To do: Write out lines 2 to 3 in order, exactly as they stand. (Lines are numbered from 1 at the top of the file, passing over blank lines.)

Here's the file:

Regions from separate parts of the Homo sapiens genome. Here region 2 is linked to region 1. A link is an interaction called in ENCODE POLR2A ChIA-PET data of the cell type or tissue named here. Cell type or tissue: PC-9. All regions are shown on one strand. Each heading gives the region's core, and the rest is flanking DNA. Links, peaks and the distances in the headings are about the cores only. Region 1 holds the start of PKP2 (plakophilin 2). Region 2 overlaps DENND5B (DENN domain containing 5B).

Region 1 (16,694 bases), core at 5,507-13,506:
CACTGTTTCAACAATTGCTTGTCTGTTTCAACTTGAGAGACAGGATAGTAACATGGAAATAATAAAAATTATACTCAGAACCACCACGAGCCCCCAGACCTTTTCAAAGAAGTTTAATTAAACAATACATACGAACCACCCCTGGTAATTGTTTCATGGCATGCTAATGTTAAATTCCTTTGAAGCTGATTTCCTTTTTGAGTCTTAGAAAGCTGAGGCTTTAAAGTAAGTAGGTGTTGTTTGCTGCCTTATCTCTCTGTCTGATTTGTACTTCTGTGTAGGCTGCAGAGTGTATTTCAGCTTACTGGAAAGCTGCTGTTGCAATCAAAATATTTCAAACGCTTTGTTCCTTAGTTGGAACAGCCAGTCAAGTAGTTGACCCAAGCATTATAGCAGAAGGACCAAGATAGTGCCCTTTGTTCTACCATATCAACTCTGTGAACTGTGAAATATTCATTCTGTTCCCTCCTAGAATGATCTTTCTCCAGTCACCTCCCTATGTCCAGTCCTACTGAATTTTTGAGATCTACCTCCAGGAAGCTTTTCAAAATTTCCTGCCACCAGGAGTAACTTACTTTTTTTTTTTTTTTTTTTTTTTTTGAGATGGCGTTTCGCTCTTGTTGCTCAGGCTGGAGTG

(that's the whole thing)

Region 1 (16,694 bases), core at 5,507-13,506:
CACTGTTTCAACAATTGCTTGTCTGTTTCAACTTGAGAGACAGGATAGTAACATGGAAATAATAAAAATTATACTCAGAACCACCACGAGCCCCCAGACCTTTTCAAAGAAGTTTAATTAAACAATACATACGAACCACCCCTGGTAATTGTTTCATGGCATGCTAATGTTAAATTCCTTTGAAGCTGATTTCCTTTTTGAGTCTTAGAAAGCTGAGGCTTTAAAGTAAGTAGGTGTTGTTTGCTGCCTTATCTCTCTGTCTGATTTGTACTTCTGTGTAGGCTGCAGAGTGTATTTCAGCTTACTGGAAAGCTGCTGTTGCAATCAAAATATTTCAAACGCTTTGTTCCTTAGTTGGAACAGCCAGTCAAGTAGTTGACCCAAGCATTATAGCAGAAGGACCAAGATAGTGCCCTTTGTTCTACCATATCAACTCTGTGAACTGTGAAATATTCATTCTGTTCCCTCCTAGAATGATCTTTCTCCAGTCACCTCCCTATGTCCAGTCCTACTGAATTTTTGAGATCTACCTCCAGGAAGCTTTTCAAAATTTCCTGCCACCAGGAGTAACTTACTTTTTTTTTTTTTTTTTTTTTTTTTGAGATGGCGTTTCGCTCTTGTTGCTCAGGCTGGAGTG